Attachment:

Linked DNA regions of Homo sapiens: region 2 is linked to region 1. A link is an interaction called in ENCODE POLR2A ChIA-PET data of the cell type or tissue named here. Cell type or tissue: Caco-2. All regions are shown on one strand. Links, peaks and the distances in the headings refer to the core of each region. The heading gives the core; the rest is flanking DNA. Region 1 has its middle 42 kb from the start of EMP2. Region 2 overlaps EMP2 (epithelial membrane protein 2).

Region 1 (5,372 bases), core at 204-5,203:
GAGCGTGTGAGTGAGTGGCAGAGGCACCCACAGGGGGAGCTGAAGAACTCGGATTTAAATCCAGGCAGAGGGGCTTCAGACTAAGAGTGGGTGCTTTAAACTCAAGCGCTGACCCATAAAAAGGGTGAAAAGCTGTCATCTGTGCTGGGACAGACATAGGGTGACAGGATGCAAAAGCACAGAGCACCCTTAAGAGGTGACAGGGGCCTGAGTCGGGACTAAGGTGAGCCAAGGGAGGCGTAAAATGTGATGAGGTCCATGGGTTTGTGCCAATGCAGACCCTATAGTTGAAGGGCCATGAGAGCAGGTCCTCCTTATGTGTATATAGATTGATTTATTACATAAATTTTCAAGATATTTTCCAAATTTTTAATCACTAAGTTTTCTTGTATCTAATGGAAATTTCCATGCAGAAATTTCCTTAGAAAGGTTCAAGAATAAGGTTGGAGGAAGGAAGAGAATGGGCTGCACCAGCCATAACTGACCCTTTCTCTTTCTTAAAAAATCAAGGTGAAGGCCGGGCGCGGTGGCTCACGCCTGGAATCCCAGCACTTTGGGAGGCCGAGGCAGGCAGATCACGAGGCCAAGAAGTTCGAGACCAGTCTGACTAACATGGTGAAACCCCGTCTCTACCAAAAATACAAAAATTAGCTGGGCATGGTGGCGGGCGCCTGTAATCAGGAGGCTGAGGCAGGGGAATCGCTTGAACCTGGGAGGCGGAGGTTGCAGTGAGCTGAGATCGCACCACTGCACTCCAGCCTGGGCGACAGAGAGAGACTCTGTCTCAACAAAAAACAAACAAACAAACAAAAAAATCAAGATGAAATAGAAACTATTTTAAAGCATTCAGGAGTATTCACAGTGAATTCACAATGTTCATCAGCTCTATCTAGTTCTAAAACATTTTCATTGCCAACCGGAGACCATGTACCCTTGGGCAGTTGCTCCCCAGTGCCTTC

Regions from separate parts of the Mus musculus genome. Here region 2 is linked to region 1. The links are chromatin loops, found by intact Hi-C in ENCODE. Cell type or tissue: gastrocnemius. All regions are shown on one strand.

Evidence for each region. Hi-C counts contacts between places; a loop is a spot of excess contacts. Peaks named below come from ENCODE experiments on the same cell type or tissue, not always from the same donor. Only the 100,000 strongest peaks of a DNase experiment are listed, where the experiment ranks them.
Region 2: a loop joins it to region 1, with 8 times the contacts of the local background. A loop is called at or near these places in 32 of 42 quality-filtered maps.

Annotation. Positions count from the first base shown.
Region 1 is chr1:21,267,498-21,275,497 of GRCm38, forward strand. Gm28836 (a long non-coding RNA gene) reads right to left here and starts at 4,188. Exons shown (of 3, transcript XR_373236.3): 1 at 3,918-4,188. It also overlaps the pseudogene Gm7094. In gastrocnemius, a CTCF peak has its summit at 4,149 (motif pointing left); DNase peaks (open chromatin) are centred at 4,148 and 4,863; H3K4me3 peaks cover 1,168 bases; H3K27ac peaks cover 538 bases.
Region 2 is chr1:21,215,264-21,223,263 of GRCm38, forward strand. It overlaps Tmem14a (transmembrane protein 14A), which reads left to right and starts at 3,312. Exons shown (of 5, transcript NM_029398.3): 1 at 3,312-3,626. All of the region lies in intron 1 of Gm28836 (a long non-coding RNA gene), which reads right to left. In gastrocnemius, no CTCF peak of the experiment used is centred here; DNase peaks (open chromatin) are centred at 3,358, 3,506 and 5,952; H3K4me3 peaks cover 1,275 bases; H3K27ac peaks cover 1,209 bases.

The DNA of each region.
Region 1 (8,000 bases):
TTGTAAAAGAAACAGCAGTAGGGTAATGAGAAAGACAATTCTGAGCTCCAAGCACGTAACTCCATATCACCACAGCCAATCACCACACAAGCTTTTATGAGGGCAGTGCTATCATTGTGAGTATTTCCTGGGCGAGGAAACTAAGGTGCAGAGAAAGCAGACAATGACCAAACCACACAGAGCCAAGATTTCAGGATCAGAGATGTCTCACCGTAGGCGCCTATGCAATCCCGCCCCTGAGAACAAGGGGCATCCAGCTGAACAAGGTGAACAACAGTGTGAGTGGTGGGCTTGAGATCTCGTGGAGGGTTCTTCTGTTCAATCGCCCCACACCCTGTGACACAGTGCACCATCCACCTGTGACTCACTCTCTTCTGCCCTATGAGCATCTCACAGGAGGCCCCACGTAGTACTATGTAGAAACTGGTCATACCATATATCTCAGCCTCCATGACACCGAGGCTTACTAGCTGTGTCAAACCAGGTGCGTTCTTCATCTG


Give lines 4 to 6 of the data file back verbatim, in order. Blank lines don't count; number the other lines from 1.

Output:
Regions from separate parts of the Mus musculus genome. Here region 2 is linked to region 1. The links are chromatin loops, found by intact Hi-C in ENCODE. Cell type or tissue: gastrocnemius. All regions are shown on one strand.

Evidence for each region. Hi-C counts contacts between places; a loop is a spot of excess contacts. Peaks named below come from ENCODE experiments on the same cell type or tissue, not always from the same donor. Only the 100,000 strongest peaks of a DNase experiment are listed, where the experiment ranks them.
Region 2: a loop joins it to region 1, with 8 times the contacts of the local background. A loop is called at or near these places in 32 of 42 quality-filtered maps.